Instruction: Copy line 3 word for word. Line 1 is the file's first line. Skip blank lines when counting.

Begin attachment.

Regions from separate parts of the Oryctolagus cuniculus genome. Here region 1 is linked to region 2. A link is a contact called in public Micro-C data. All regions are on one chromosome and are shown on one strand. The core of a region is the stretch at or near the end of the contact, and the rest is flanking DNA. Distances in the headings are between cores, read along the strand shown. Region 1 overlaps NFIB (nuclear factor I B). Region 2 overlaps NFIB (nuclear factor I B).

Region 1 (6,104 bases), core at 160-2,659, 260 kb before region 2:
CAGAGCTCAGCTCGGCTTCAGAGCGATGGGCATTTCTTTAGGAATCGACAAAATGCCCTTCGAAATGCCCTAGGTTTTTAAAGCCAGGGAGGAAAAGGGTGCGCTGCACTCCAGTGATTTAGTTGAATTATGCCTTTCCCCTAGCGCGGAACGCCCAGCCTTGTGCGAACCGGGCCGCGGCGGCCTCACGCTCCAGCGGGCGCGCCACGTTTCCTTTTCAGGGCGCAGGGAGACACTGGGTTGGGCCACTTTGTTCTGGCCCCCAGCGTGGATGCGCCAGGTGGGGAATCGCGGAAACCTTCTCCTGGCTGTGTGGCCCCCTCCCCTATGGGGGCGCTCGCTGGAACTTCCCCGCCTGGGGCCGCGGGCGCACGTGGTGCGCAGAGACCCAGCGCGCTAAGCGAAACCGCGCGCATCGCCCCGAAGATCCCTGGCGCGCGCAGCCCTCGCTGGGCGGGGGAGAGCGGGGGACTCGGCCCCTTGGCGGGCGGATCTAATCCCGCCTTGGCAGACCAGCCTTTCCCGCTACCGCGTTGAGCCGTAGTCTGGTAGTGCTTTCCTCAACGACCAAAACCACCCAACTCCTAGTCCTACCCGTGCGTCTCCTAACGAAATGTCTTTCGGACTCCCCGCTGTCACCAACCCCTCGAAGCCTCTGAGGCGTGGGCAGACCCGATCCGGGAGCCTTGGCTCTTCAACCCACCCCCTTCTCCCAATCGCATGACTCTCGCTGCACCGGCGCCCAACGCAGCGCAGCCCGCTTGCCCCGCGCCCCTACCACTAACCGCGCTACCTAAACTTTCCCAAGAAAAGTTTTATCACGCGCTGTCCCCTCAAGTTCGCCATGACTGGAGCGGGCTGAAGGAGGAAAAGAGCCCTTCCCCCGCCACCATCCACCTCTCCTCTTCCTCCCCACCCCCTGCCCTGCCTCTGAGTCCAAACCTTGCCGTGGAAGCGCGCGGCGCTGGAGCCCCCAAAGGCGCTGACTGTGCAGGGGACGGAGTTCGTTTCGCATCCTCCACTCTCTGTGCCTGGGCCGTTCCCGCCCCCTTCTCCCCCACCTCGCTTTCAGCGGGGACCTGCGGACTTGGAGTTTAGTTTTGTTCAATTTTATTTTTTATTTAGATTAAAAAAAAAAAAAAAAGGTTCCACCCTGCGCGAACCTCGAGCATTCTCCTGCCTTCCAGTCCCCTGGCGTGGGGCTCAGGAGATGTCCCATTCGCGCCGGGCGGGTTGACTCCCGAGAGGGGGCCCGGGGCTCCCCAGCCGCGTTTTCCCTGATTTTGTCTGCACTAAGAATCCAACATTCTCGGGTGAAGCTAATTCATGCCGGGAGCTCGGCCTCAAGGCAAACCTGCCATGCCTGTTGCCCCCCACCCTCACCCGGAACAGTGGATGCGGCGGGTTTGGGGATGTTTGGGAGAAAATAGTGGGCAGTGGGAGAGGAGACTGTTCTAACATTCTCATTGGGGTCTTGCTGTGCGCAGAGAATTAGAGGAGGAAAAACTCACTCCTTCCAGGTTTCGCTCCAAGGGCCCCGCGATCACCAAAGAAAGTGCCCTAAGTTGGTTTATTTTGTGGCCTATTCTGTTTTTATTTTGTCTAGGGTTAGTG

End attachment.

CAGAGCTCAGCTCGGCTTCAGAGCGATGGGCATTTCTTTAGGAATCGACAAAATGCCCTTCGAAATGCCCTAGGTTTTTAAAGCCAGGGAGGAAAAGGGTGCGCTGCACTCCAGTGATTTAGTTGAATTATGCCTTTCCCCTAGCGCGGAACGCCCAGCCTTGTGCGAACCGGGCCGCGGCGGCCTCACGCTCCAGCGGGCGCGCCACGTTTCCTTTTCAGGGCGCAGGGAGACACTGGGTTGGGCCACTTTGTTCTGGCCCCCAGCGTGGATGCGCCAGGTGGGGAATCGCGGAAACCTTCTCCTGGCTGTGTGGCCCCCTCCCCTATGGGGGCGCTCGCTGGAACTTCCCCGCCTGGGGCCGCGGGCGCACGTGGTGCGCAGAGACCCAGCGCGCTAAGCGAAACCGCGCGCATCGCCCCGAAGATCCCTGGCGCGCGCAGCCCTCGCTGGGCGGGGGAGAGCGGGGGACTCGGCCCCTTGGCGGGCGGATCTAATCCCGCCTTGGCAGACCAGCCTTTCCCGCTACCGCGTTGAGCCGTAGTCTGGTAGTGCTTTCCTCAACGACCAAAACCACCCAACTCCTAGTCCTACCCGTGCGTCTCCTAACGAAATGTCTTTCGGACTCCCCGCTGTCACCAACCCCTCGAAGCCTCTGAGGCGTGGGCAGACCCGATCCGGGAGCCTTGGCTCTTCAACCCACCCCCTTCTCCCAATCGCATGACTCTCGCTGCACCGGCGCCCAACGCAGCGCAGCCCGCTTGCCCCGCGCCCCTACCACTAACCGCGCTACCTAAACTTTCCCAAGAAAAGTTTTATCACGCGCTGTCCCCTCAAGTTCGCCATGACTGGAGCGGGCTGAAGGAGGAAAAGAGCCCTTCCCCCGCCACCATCCACCTCTCCTCTTCCTCCCCACCCCCTGCCCTGCCTCTGAGTCCAAACCTTGCCGTGGAAGCGCGCGGCGCTGGAGCCCCCAAAGGCGCTGACTGTGCAGGGGACGGAGTTCGTTTCGCATCCTCCACTCTCTGTGCCTGGGCCGTTCCCGCCCCCTTCTCCCCCACCTCGCTTTCAGCGGGGACCTGCGGACTTGGAGTTTAGTTTTGTTCAATTTTATTTTTTATTTAGATTAAAAAAAAAAAAAAAAGGTTCCACCCTGCGCGAACCTCGAGCATTCTCCTGCCTTCCAGTCCCCTGGCGTGGGGCTCAGGAGATGTCCCATTCGCGCCGGGCGGGTTGACTCCCGAGAGGGGGCCCGGGGCTCCCCAGCCGCGTTTTCCCTGATTTTGTCTGCACTAAGAATCCAACATTCTCGGGTGAAGCTAATTCATGCCGGGAGCTCGGCCTCAAGGCAAACCTGCCATGCCTGTTGCCCCCCACCCTCACCCGGAACAGTGGATGCGGCGGGTTTGGGGATGTTTGGGAGAAAATAGTGGGCAGTGGGAGAGGAGACTGTTCTAACATTCTCATTGGGGTCTTGCTGTGCGCAGAGAATTAGAGGAGGAAAAACTCACTCCTTCCAGGTTTCGCTCCAAGGGCCCCGCGATCACCAAAGAAAGTGCCCTAAGTTGGTTTATTTTGTGGCCTATTCTGTTTTTATTTTGTCTAGGGTTAGTG